Take the BART (man)

It wouldn’t be a trip to another major world city if I didn’t take some time to analyse the public transportation network. (On my 2009 trip to the US East Coast, I compared and contrasted the systems in Philadelphia, DC and NYC. No one accuse me of not taking this geekery seriously!)

I should confess that I only actually made one journey on the BART – the Bay Area Rapid Transit. It could have been two, but I managed to misread the map so badly on my penultimate day that I didn’t realise that I could catch the BART all the way into The City from our local station. However, my only journey proved to be a long one. Pleasant Hill to SFO airport is almost an entire line – 22 stops and 70 minutes long.

BART mapIt was the yellow line that proved useful. Sadly, the lines don’t have fun names – instead using the stations at either end. 

One of my criteria for grading international transit systems is how easy they are to navigate by a clueless tourist. I generally consider myself to be fairly savvy, what with my love of public transportation and all, unless I’m operating in a foreign language. The BART has a fairly easy map (unless you’re an idiot and forget where The City actually is), but what is utterly flummoxing is its ticketing system. When you look up a journey online, it tells you the exact cost – mine was $10.05 – which I thought was random. When I came to buy my ticket, I came unstuck – I couldn’t work out how to buy a single journey. There was no station finding option, just an automatic $20.00 added to a ticket. It took a trip to the ticket office (who wouldn’t sell me a ticket) to get an explanation. Apparently I needed  to use the +/- buttons to get my ticket to the correct amount for my desired journey. What?? How crazy! Can you imagine what would happen if you had that system in London?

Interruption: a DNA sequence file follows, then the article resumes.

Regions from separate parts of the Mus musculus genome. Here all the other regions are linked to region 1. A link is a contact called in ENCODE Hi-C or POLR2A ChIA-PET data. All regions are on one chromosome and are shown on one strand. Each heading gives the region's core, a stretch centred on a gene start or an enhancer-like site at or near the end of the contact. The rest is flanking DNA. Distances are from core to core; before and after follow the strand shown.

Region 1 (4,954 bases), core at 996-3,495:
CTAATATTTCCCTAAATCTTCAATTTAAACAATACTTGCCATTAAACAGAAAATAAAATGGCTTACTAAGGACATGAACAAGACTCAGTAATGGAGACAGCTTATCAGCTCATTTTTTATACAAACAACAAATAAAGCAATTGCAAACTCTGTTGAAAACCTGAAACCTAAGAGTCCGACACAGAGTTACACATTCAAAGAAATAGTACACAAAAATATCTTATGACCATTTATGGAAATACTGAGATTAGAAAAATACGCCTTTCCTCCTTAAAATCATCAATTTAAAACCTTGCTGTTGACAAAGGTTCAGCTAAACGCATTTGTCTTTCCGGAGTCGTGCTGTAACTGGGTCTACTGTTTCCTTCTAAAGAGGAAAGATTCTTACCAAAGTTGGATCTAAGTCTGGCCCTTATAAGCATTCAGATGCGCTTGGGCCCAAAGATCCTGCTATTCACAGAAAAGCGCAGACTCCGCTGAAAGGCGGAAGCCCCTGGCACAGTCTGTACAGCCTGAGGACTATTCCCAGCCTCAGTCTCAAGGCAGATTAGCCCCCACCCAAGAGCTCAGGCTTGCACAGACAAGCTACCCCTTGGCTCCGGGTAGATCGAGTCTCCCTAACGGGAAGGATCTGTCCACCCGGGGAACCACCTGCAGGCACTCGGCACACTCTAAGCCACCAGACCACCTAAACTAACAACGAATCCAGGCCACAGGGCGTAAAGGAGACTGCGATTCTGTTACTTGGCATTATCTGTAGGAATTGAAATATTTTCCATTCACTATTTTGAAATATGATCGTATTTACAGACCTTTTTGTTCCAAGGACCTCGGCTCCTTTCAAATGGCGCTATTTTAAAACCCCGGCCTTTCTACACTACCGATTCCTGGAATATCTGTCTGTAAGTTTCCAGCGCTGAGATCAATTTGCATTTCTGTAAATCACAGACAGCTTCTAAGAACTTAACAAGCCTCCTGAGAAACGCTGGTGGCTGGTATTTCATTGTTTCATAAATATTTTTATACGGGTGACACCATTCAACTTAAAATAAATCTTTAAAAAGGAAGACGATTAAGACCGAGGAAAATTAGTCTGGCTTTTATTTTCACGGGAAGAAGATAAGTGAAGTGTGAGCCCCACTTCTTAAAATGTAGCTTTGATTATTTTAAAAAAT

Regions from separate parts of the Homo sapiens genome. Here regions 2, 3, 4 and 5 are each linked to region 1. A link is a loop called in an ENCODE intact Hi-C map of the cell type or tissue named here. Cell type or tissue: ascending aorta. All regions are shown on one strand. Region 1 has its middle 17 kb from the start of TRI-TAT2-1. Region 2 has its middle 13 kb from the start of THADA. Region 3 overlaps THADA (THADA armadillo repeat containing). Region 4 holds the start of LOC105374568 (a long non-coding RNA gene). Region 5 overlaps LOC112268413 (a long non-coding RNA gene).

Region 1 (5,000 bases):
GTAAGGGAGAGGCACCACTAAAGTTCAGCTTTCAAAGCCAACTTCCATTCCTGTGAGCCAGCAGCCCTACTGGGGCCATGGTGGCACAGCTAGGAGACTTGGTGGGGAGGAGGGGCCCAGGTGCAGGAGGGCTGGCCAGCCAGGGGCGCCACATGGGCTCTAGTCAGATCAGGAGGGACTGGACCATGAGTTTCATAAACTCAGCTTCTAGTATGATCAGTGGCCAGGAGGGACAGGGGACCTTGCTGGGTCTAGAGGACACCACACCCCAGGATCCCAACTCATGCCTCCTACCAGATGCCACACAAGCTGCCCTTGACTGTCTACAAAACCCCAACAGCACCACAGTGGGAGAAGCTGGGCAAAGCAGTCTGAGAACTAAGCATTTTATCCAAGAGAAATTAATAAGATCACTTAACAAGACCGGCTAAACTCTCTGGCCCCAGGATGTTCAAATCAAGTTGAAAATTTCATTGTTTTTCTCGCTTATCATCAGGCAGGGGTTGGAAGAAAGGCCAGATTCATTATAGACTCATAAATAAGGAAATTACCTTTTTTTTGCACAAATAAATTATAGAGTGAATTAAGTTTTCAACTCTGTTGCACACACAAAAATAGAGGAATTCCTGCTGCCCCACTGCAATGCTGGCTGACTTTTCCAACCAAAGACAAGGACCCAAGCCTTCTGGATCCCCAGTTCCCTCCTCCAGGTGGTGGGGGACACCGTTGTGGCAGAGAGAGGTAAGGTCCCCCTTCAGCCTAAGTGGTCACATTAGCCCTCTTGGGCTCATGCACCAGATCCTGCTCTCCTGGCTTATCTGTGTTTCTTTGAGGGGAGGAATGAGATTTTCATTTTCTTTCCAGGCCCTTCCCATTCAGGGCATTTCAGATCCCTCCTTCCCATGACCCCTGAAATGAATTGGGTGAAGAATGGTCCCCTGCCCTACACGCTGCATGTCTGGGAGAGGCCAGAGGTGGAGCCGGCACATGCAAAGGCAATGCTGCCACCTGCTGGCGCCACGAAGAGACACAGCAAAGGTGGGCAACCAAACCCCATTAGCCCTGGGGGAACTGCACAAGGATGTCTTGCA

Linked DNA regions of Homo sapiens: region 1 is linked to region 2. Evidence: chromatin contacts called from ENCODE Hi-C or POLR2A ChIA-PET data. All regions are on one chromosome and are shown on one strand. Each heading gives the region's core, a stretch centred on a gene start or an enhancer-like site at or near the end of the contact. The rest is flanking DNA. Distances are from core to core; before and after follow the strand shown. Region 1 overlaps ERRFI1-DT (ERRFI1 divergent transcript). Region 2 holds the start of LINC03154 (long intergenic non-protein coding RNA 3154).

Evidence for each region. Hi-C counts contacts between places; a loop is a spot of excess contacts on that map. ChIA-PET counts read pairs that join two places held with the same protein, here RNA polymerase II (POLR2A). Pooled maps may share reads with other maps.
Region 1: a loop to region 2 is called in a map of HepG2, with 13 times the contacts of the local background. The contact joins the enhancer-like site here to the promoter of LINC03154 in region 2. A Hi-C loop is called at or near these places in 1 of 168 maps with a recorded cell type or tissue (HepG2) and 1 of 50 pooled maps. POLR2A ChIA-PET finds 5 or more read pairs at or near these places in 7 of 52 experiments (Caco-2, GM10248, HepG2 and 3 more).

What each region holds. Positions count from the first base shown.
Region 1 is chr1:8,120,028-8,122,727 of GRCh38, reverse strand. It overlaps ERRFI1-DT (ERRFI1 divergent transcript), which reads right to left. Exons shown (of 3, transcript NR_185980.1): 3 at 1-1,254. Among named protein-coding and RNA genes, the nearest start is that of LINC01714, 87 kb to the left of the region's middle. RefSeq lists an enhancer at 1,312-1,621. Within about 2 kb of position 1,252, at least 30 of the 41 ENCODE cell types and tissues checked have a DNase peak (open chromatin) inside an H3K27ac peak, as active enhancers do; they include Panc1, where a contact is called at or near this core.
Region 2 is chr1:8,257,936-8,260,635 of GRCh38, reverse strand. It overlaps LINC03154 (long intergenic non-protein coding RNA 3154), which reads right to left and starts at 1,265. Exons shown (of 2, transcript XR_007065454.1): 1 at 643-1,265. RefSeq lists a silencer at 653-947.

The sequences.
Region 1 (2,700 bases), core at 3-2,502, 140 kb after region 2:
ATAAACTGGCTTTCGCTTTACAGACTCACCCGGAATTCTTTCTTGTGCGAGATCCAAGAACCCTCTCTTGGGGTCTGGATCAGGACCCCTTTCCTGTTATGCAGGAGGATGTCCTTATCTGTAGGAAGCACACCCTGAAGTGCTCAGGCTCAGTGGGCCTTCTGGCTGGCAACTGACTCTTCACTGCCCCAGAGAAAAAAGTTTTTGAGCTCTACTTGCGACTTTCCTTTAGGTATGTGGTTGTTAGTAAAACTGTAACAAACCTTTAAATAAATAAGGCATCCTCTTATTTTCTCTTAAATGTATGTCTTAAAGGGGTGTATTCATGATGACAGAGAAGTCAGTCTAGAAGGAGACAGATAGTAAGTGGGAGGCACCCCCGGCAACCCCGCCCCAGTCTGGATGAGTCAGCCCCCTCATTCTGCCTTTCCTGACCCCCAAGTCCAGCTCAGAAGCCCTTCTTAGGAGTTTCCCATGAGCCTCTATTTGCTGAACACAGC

However, the train itself was very pleasant. You know that mild sense of panic you feel whenever you attempt to take luggage on the underground? Will there be space? Will I annoy people? Will I be able to keep it safe? [Or is that just me?] There was none of that on the BART – there was oceans of room and, possibly because I got on at the 3rd stop, I had a seat where my luggage could easily be placed in front of me. It was clean, smelt pleasant and for most of the journey we were above ground, running parallel to the highway, with plenty of pretty views to consume.

BARTInside the BART. See, spacious! (Although it was Saturday…)

Within the BART, you have what seems to be a pretty good system – for a state in which the car is king. Admittedly, if you have the misfortune of living north of the Golden Gate Bridge, you have no link at all, but otherwise it might work out. Of course, during our trip we actually only met one family who regularly used it – even though our last week was spent within easy reach of stations. (It may have helped that the family were originally from New York and had lived in Paris, so public transport seemed more normal to begin with.)

Oh, and obviously, for a certain generation there is a near uncontrollable need to say ‘man’ immediately after the word ‘BART’. If you don’t understand why, simply Google ‘Bart Simpson Man’ and it should be explained to you…

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